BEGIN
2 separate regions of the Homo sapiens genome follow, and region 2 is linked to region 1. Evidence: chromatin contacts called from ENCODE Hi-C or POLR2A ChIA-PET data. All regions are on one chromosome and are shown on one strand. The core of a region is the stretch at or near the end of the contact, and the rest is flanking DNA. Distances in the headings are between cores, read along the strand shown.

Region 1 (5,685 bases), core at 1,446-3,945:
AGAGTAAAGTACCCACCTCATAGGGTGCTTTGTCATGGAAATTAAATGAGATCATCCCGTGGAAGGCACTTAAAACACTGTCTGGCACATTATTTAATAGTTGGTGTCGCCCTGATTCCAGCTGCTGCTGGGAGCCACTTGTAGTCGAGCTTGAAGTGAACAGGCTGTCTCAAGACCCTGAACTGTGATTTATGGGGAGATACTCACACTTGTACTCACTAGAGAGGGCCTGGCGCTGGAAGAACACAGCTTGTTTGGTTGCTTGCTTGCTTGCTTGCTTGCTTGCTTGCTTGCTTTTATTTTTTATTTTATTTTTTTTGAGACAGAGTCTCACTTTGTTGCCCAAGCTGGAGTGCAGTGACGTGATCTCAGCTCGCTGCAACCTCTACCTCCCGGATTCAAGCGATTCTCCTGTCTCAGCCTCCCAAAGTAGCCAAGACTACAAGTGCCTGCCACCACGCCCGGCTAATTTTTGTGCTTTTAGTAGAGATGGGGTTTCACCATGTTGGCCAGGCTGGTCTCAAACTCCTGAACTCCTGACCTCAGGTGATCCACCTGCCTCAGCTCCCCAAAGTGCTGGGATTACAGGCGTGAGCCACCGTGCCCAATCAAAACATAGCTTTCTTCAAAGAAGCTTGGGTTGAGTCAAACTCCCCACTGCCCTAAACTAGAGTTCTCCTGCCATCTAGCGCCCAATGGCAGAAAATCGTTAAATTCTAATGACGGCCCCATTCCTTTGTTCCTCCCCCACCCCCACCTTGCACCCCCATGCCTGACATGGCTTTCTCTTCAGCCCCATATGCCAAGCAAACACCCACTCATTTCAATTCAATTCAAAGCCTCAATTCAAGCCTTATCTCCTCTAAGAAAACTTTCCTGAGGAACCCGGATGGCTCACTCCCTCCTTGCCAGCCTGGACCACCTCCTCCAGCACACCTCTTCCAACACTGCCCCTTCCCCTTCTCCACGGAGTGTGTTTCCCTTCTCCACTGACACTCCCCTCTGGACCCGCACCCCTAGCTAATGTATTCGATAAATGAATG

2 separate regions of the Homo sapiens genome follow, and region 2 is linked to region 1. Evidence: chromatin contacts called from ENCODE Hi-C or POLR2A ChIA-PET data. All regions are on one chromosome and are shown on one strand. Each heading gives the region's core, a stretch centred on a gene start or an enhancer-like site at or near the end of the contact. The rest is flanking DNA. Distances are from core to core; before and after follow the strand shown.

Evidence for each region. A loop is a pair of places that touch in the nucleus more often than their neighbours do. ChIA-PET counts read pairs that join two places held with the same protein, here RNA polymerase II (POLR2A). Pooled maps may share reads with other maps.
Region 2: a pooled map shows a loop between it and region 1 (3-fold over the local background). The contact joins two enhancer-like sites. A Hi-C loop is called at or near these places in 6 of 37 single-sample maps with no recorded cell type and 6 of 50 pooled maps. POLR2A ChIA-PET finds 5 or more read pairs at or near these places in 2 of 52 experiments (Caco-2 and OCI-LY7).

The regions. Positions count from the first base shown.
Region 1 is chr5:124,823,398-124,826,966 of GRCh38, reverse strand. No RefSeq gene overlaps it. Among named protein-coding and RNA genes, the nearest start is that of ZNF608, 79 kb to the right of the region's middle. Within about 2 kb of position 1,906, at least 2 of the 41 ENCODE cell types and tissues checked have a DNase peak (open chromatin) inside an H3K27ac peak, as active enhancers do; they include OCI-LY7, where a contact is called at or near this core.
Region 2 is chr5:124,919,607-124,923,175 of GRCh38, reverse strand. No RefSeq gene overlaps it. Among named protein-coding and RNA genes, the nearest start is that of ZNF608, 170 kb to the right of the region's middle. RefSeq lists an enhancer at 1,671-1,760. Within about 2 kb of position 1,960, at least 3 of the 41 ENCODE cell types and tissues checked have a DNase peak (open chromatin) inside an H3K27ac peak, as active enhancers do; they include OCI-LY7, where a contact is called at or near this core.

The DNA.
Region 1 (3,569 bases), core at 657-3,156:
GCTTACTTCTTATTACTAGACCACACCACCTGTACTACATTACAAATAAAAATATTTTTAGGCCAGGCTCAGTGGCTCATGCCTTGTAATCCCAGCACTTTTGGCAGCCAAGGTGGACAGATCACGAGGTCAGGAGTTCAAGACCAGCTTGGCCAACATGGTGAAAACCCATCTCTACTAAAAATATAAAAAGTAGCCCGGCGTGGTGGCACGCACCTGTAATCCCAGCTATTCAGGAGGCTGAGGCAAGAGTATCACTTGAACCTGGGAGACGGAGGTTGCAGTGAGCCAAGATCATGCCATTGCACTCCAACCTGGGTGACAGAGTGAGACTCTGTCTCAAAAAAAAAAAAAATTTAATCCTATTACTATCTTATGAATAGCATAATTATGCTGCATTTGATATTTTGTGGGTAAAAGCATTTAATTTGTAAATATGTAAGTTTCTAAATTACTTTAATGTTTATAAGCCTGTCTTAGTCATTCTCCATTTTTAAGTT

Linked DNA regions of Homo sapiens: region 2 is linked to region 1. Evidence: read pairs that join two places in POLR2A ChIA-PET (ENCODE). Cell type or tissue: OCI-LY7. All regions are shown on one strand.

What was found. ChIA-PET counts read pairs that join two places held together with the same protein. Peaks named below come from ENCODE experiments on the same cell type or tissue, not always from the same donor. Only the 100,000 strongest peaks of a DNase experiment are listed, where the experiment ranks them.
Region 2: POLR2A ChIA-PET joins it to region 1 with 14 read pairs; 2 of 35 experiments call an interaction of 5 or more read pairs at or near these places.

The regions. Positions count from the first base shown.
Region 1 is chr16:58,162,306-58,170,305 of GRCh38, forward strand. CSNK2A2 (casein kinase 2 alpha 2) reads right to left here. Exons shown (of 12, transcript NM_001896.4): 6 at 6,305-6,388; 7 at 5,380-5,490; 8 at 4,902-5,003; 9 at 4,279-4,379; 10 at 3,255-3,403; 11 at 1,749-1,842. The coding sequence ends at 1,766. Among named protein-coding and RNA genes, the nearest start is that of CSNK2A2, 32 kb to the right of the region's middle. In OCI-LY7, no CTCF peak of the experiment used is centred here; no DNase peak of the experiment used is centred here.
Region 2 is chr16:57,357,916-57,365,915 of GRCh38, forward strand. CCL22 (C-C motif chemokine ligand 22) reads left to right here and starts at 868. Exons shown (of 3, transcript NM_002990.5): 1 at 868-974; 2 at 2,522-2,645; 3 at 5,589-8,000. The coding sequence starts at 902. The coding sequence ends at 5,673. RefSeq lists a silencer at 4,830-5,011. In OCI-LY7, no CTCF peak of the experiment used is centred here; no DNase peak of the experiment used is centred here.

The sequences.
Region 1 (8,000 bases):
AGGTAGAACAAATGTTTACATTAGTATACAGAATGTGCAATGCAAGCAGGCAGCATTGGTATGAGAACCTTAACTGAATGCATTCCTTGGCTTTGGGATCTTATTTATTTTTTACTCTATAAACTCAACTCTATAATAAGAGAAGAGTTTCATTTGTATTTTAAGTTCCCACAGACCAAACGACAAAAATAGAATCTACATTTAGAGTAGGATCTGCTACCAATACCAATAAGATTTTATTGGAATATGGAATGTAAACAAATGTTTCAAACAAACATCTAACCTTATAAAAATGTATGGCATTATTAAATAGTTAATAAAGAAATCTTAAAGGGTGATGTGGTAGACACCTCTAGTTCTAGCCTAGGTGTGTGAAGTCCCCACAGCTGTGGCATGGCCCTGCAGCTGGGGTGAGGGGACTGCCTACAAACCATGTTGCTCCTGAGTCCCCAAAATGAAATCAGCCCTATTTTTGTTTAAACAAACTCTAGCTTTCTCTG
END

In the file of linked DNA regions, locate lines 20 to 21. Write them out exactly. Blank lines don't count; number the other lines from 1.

Region 1 (8,000 bases):
AGGTAGAACAAATGTTTACATTAGTATACAGAATGTGCAATGCAAGCAGGCAGCATTGGTATGAGAACCTTAACTGAATGCATTCCTTGGCTTTGGGATCTTATTTATTTTTTACTCTATAAACTCAACTCTATAATAAGAGAAGAGTTTCATTTGTATTTTAAGTTCCCACAGACCAAACGACAAAAATAGAATCTACATTTAGAGTAGGATCTGCTACCAATACCAATAAGATTTTATTGGAATATGGAATGTAAACAAATGTTTCAAACAAACATCTAACCTTATAAAAATGTATGGCATTATTAAATAGTTAATAAAGAAATCTTAAAGGGTGATGTGGTAGACACCTCTAGTTCTAGCCTAGGTGTGTGAAGTCCCCACAGCTGTGGCATGGCCCTGCAGCTGGGGTGAGGGGACTGCCTACAAACCATGTTGCTCCTGAGTCCCCAAAATGAAATCAGCCCTATTTTTGTTTAAACAAACTCTAGCTTTCTCTG